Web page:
Suffer me, my sleeping friend,
  to rest a while in the shadow of your woody nave,
And take sanctuary among the fallen leaves
This day, friend (there – I said it again!)
  is too hot for me
And I’ve wandered
  farther up this wild trail than wisdom would counsel
But I wanted to know
  I wanted to see, no – to feel
  the company of giants
And take communion with nature
  in the shadow of their grace
So, by what conceit do I claim the title “friend”?
  can I, even in our own way, ever know you,
    or you me?
We live in worlds too different,
  each spanning dimensions the other could not dream 
    (and do you dream?)
While you have stood here, in place
  for no more than a summer’s reverie
I have circled the globe;
Flung myself above the sky,
  and peered below the ocean’s depths
Stood whispering desert dunes,
  and moaning mountains of arctic ice
How much I have seen of this world,
  while you have tarried here
For nothing more than a moment of your day
Then let me tell you those stories:
The tales of a traveler on the broad surface of this earth
  – it won’t take long
And then, having again exhausted my shallow breath,
  I’ll sit back, resting against your cool damp bark
And listen
  to the stories I dream you tell – are always telling –
  to those who take the time to hear
Of your travels in this place
  through a time of which I can’t even dream
    (and do I dream?)
How, when you were young (as was Justinian, for a moment)
  the rains were good, and sweet,
How the fires came that shaped you
  this fold, that bend
And the fleeting countless
  buzzing, pecking, crawling and burrowing
  you sheltered and nourished without care
How our civilizations came, and passed,
  like a summer day
Yes, it was dry for a while, but then…
   …the sweet rains came again
And ever you stretched your arms aloft,
  an inexorable sun salutation
Striving only to breathe the air,
  drink the dew,
  and feel the light of the heavens upon you
Once, many years ago,
  I walked the length of your fallen comrade
Laid low nearby, long before my birth
And marvelled, as I sweated the boggy hillside
  on which he lay,
At how long it took just to reach the crown:
There is more than one way to explore this world
But here we are: strangers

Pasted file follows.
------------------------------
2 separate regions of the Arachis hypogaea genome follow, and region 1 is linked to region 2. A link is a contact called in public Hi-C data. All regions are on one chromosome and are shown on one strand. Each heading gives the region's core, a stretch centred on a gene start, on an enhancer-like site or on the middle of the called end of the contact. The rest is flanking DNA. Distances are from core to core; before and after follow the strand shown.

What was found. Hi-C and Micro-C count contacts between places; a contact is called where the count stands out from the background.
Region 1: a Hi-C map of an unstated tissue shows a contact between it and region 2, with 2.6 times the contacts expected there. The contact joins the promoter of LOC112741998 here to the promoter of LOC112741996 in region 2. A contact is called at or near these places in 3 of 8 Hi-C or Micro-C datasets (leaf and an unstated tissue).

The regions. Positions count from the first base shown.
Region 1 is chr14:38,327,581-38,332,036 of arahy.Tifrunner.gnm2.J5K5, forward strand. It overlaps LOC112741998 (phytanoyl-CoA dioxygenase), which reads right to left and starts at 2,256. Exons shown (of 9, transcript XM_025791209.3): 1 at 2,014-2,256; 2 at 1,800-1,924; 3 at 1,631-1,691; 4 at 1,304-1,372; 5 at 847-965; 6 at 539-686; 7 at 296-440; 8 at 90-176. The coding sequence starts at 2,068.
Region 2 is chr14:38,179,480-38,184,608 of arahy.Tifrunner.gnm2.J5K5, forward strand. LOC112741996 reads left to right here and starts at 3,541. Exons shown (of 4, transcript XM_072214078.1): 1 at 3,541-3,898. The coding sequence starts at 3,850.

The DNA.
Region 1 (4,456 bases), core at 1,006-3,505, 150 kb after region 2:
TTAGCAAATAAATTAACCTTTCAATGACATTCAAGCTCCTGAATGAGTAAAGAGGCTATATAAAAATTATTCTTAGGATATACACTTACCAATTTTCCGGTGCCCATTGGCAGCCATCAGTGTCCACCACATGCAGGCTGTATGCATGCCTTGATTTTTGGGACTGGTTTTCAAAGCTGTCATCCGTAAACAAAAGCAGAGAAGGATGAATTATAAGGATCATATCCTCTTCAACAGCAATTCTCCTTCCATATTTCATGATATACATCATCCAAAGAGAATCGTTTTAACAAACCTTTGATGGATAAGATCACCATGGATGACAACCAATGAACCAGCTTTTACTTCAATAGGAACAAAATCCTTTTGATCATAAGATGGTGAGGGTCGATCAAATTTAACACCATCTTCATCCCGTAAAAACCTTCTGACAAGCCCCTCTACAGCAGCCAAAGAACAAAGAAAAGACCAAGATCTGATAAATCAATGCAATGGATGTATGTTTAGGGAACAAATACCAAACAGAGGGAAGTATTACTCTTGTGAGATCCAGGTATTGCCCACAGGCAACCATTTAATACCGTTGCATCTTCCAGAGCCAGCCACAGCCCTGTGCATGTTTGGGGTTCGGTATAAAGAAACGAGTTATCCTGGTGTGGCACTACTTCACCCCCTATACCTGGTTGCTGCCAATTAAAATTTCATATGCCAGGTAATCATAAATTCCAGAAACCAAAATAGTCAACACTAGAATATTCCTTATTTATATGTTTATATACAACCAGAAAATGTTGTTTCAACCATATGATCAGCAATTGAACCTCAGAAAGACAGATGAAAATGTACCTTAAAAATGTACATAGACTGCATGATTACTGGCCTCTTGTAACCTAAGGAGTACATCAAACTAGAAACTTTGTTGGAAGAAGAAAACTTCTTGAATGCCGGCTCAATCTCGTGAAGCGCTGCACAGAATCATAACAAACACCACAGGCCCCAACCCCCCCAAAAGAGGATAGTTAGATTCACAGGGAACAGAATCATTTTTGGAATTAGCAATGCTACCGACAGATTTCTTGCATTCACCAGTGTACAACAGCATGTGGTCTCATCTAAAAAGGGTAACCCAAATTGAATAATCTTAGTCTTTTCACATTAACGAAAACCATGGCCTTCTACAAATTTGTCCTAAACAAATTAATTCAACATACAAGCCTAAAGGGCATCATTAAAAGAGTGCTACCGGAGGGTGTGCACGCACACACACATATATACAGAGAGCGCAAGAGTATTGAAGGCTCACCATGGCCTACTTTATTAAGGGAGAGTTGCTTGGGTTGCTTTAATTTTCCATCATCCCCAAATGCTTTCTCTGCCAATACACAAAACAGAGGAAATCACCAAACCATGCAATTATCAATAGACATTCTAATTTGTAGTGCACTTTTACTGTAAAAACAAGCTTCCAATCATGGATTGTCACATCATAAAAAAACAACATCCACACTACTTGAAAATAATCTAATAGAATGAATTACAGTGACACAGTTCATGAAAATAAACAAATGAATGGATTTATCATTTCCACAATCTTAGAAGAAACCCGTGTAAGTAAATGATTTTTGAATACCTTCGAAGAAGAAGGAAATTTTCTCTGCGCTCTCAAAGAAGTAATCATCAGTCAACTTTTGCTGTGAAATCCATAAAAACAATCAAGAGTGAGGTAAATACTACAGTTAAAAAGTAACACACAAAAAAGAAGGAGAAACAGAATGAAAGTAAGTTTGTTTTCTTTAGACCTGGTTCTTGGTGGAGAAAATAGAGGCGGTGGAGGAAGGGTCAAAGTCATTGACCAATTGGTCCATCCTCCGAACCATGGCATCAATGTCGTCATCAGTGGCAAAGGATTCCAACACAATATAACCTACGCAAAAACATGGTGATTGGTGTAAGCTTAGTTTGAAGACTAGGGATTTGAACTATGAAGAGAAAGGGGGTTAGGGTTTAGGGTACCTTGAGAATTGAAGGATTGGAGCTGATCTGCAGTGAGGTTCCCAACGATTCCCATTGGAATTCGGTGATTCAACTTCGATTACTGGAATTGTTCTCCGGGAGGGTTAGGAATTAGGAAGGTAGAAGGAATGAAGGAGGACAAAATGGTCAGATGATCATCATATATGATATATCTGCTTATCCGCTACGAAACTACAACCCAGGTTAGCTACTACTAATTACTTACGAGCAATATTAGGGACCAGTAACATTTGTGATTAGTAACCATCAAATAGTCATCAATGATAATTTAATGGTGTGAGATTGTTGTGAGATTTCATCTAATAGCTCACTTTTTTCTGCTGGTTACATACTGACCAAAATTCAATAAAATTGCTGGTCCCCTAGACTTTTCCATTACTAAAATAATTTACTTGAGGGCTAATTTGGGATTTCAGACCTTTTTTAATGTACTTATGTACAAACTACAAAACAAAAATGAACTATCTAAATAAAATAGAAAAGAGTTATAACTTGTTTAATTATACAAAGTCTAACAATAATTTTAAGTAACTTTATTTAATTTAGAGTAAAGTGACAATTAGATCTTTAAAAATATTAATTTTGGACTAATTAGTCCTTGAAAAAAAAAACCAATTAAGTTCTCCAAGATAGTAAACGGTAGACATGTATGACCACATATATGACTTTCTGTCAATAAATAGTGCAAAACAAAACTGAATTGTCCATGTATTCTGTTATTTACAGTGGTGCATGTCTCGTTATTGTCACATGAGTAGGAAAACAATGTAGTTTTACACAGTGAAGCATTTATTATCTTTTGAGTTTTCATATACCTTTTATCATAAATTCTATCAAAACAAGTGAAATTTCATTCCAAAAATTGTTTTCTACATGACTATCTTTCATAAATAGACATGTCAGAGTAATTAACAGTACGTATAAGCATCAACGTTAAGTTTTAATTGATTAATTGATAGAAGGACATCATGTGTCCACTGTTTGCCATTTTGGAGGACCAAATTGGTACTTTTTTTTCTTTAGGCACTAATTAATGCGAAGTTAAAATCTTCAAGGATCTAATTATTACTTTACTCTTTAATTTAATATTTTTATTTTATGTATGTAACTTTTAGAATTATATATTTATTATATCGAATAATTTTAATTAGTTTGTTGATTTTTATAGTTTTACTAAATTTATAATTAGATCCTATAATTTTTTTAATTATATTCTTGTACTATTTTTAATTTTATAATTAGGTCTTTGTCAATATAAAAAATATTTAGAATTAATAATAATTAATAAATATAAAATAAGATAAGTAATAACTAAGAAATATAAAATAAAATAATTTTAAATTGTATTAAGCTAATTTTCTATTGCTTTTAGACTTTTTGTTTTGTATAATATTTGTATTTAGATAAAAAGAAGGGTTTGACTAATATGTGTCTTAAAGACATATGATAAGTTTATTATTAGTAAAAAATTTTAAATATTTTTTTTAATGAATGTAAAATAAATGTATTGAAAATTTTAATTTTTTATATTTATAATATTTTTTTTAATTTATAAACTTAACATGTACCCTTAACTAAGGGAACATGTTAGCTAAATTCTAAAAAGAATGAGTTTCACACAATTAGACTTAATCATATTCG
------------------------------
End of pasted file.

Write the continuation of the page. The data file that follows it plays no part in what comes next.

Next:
One moving through time, one through space,
  crossing at this single point
One at home in time, one in space
Meeting in a space and time too narrow
  to happen again by chance
And yet, somehow,
  I want to call you “friend”
  though honestly, I have no deeds
    by which to claim that mantle
To be fair, we each simply do what is in our nature
  how could it be otherwise?
Is gravity friend to water?
  Only pulling it downward, where it deems best
    according to habit, ritual,
      and the incalculable beauty of equations that order our universe
It is the way, yes,
But “friend”?
That jay camping in your boughs,
The downy woodpecker,
  not so easily startled from his work
They each do you more service than could I
Not out of friendship, or love
  (and do they love?)
But again, of their nature,
So – and yet…
The rabbi once told me: 
  we do not pray because God needs our prayers;
God needs nothing
We pray, he said, because we need to
Placing chapped palms against you as I rise
  to look up once more
    before setting on my inevitable way
I wonder if this is not the answer:
Turning to face the dusty path ahead,
I look back,
And call you “friend”
    one last time,
Because I need to
[18 Mar 2009 – On one of the last days of my sabbatical (my grandfather’s birthday!) I was headed back from a morning surfing at Santa Cruz, and decided to take the long way home. Ended up detouring to Big Basin State Park, which is a spectacular expanse of redwoods and deep forest that makes Muir Woods look like a schoolyard. Picked up a map at the ranger station and took a few hours getting lost on the Sky To Sea trail.]

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